A new poll released this week finds that Illinoisans largely favor non-partisan elections for judges, data that could help spur judicial election reforms across the state.
The We Ask America poll showed that, out of 3,423 participants, Illinois voters preferred the non-partisan system by a margin of nearly three and a half to one.
Voters who supported the system believed that a non-partisan system would produce better results than the current partisan election system that Illinois and many other states employ.
Eighty-eight percent of those polled said that education and experience were better qualifications for judicial candidates than political endorsements or backing.
Most of those polled opposed the current public funding of partisan judicial elections, a bone of contention for reform groups like the Illinois Civil Justice League (ICJL).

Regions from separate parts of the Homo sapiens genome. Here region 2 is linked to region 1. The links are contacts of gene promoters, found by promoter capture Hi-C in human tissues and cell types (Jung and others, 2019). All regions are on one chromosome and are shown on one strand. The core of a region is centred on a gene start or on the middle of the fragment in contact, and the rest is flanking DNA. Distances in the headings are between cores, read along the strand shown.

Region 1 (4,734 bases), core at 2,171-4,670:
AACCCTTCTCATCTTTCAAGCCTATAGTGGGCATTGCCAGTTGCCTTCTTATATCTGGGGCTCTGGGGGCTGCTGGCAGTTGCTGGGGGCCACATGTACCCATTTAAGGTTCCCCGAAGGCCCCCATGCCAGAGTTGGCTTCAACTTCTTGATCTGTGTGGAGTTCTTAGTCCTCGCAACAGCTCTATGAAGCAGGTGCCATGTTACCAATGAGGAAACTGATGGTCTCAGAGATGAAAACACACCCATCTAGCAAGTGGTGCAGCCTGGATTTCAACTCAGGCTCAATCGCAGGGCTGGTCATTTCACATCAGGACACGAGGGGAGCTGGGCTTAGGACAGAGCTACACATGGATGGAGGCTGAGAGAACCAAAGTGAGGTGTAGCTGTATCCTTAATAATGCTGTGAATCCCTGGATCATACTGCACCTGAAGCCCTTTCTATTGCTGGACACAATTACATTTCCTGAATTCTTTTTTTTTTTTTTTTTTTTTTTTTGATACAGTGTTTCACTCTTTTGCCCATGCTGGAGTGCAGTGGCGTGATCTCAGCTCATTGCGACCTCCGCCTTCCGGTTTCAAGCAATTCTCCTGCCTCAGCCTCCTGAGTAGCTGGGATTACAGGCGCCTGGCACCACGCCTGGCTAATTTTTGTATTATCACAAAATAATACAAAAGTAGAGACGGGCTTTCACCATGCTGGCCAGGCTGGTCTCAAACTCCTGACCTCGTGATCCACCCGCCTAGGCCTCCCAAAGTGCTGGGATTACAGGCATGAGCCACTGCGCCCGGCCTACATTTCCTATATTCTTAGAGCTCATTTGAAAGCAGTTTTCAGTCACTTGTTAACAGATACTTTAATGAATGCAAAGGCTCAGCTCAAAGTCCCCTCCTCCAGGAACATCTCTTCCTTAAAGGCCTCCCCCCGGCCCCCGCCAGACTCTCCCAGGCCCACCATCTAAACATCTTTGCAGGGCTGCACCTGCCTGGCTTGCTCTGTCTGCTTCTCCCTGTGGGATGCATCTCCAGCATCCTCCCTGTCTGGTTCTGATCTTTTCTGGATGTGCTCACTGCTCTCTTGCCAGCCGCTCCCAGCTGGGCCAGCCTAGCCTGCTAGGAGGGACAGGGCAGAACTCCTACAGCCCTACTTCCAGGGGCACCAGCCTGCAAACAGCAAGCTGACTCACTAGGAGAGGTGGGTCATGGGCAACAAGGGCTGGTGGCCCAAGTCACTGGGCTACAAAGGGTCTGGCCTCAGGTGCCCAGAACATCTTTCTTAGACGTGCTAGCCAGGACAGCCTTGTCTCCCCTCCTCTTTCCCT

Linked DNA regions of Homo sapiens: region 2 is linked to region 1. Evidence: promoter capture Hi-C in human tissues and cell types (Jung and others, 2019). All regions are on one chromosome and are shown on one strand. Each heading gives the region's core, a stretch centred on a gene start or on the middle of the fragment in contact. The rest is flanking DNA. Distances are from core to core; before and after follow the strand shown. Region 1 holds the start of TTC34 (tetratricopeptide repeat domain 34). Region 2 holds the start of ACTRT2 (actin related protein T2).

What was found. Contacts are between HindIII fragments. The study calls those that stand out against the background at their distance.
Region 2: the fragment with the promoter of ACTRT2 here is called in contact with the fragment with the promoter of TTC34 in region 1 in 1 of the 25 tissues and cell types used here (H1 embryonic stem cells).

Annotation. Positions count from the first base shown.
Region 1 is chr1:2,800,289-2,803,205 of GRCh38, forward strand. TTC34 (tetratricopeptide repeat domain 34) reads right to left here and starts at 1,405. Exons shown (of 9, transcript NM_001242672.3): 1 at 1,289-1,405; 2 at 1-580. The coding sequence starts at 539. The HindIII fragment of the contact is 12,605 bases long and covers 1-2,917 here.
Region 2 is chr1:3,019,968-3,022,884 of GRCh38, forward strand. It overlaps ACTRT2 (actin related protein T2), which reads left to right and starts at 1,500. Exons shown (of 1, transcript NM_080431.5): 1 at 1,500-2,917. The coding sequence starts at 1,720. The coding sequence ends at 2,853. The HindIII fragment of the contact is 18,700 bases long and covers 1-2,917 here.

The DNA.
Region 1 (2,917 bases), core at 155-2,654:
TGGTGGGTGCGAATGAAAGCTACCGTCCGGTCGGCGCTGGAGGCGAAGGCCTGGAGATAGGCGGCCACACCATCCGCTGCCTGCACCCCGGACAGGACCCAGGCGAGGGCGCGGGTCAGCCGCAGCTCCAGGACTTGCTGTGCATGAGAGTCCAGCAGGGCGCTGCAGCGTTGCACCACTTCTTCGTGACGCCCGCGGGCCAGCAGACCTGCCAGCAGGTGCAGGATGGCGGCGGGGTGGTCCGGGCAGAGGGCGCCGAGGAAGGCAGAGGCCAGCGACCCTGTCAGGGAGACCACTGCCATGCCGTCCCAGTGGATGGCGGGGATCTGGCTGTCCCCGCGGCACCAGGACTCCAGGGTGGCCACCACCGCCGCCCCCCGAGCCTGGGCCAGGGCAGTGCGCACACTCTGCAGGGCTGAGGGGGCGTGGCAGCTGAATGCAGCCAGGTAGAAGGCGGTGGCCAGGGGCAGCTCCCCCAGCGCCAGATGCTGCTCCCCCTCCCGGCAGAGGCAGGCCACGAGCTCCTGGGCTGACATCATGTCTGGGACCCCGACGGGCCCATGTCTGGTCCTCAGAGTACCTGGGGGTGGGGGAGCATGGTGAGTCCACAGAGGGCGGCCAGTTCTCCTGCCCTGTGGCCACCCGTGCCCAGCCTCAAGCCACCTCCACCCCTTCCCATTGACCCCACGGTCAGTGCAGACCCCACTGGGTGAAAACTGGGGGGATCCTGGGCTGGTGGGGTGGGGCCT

ICJL president Ed Murnane said that the poll, conducted between April 29 and 30, "confirms what we expected."
The ICJL has a proposal to create a non-partisan system along with other reforms before the legislature currently. Murnane and others interested in judicial reforms have previously testified before lawmakers on the subject.
"Illinoisans want to take the politics out of judicial elections," Murnane said in a statement about the poll.